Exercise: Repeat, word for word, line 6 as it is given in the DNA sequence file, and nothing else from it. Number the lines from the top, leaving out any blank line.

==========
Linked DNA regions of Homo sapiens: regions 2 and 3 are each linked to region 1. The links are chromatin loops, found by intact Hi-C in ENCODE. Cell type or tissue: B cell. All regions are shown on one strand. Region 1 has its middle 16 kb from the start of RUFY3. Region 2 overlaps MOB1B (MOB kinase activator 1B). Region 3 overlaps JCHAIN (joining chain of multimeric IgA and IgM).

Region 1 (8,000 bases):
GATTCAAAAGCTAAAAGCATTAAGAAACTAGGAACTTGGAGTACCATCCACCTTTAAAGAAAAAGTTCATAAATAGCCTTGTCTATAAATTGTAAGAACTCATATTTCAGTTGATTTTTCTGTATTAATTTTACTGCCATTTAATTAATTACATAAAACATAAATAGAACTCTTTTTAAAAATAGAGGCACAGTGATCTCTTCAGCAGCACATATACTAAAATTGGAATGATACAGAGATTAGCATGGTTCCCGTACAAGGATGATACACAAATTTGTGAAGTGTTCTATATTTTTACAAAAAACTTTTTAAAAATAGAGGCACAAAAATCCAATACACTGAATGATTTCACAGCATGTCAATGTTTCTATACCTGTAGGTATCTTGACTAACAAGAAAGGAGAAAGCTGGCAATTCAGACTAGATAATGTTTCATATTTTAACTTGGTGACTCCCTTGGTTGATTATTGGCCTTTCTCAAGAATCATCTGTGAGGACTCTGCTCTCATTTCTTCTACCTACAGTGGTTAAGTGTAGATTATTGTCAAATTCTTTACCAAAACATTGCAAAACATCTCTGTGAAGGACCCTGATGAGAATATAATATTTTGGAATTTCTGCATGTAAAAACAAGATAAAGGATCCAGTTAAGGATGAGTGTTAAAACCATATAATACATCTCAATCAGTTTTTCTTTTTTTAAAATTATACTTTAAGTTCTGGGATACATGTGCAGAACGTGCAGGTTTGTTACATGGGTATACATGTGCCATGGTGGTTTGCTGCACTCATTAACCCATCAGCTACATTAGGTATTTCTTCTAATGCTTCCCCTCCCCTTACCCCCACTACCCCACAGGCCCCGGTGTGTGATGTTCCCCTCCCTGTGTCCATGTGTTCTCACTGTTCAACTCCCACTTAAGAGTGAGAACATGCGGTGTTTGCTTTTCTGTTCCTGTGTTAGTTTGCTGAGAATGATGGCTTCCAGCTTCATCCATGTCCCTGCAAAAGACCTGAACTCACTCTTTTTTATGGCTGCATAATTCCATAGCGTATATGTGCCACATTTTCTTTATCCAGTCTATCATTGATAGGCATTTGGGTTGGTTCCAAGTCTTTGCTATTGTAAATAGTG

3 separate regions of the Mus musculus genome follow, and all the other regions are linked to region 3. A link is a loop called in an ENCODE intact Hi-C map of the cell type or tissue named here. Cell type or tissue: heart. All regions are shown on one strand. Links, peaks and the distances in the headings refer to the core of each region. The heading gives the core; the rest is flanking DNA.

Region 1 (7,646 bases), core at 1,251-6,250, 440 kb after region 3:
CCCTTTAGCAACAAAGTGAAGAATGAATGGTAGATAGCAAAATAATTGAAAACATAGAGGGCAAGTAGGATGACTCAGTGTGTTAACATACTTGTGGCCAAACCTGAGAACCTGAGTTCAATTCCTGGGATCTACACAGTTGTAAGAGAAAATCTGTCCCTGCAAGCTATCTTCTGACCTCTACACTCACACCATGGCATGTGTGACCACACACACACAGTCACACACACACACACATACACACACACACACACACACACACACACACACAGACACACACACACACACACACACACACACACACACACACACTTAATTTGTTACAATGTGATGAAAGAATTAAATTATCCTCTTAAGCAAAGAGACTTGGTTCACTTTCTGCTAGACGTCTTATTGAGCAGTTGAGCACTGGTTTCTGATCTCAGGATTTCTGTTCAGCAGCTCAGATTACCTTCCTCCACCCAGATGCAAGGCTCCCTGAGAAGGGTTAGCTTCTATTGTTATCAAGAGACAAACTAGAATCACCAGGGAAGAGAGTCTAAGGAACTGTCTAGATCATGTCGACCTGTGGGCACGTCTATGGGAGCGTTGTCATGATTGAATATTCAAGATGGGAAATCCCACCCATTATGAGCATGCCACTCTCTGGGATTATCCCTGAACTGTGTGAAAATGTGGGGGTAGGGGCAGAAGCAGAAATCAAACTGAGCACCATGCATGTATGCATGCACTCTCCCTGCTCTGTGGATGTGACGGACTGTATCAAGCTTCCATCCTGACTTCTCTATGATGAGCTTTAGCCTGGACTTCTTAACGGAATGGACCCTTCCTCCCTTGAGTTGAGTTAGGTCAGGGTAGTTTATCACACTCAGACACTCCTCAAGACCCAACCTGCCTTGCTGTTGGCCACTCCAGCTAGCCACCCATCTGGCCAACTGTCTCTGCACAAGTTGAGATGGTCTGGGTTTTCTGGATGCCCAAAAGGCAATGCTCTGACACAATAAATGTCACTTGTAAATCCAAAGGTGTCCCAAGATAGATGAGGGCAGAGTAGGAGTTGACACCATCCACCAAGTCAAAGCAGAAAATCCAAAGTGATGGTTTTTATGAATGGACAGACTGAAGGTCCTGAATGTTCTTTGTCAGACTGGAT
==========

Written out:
CCCTTTAGCAACAAAGTGAAGAATGAATGGTAGATAGCAAAATAATTGAAAACATAGAGGGCAAGTAGGATGACTCAGTGTGTTAACATACTTGTGGCCAAACCTGAGAACCTGAGTTCAATTCCTGGGATCTACACAGTTGTAAGAGAAAATCTGTCCCTGCAAGCTATCTTCTGACCTCTACACTCACACCATGGCATGTGTGACCACACACACACAGTCACACACACACACACATACACACACACACACACACACACACACACACACAGACACACACACACACACACACACACACACACACACACACACTTAATTTGTTACAATGTGATGAAAGAATTAAATTATCCTCTTAAGCAAAGAGACTTGGTTCACTTTCTGCTAGACGTCTTATTGAGCAGTTGAGCACTGGTTTCTGATCTCAGGATTTCTGTTCAGCAGCTCAGATTACCTTCCTCCACCCAGATGCAAGGCTCCCTGAGAAGGGTTAGCTTCTATTGTTATCAAGAGACAAACTAGAATCACCAGGGAAGAGAGTCTAAGGAACTGTCTAGATCATGTCGACCTGTGGGCACGTCTATGGGAGCGTTGTCATGATTGAATATTCAAGATGGGAAATCCCACCCATTATGAGCATGCCACTCTCTGGGATTATCCCTGAACTGTGTGAAAATGTGGGGGTAGGGGCAGAAGCAGAAATCAAACTGAGCACCATGCATGTATGCATGCACTCTCCCTGCTCTGTGGATGTGACGGACTGTATCAAGCTTCCATCCTGACTTCTCTATGATGAGCTTTAGCCTGGACTTCTTAACGGAATGGACCCTTCCTCCCTTGAGTTGAGTTAGGTCAGGGTAGTTTATCACACTCAGACACTCCTCAAGACCCAACCTGCCTTGCTGTTGGCCACTCCAGCTAGCCACCCATCTGGCCAACTGTCTCTGCACAAGTTGAGATGGTCTGGGTTTTCTGGATGCCCAAAAGGCAATGCTCTGACACAATAAATGTCACTTGTAAATCCAAAGGTGTCCCAAGATAGATGAGGGCAGAGTAGGAGTTGACACCATCCACCAAGTCAAAGCAGAAAATCCAAAGTGATGGTTTTTATGAATGGACAGACTGAAGGTCCTGAATGTTCTTTGTCAGACTGGAT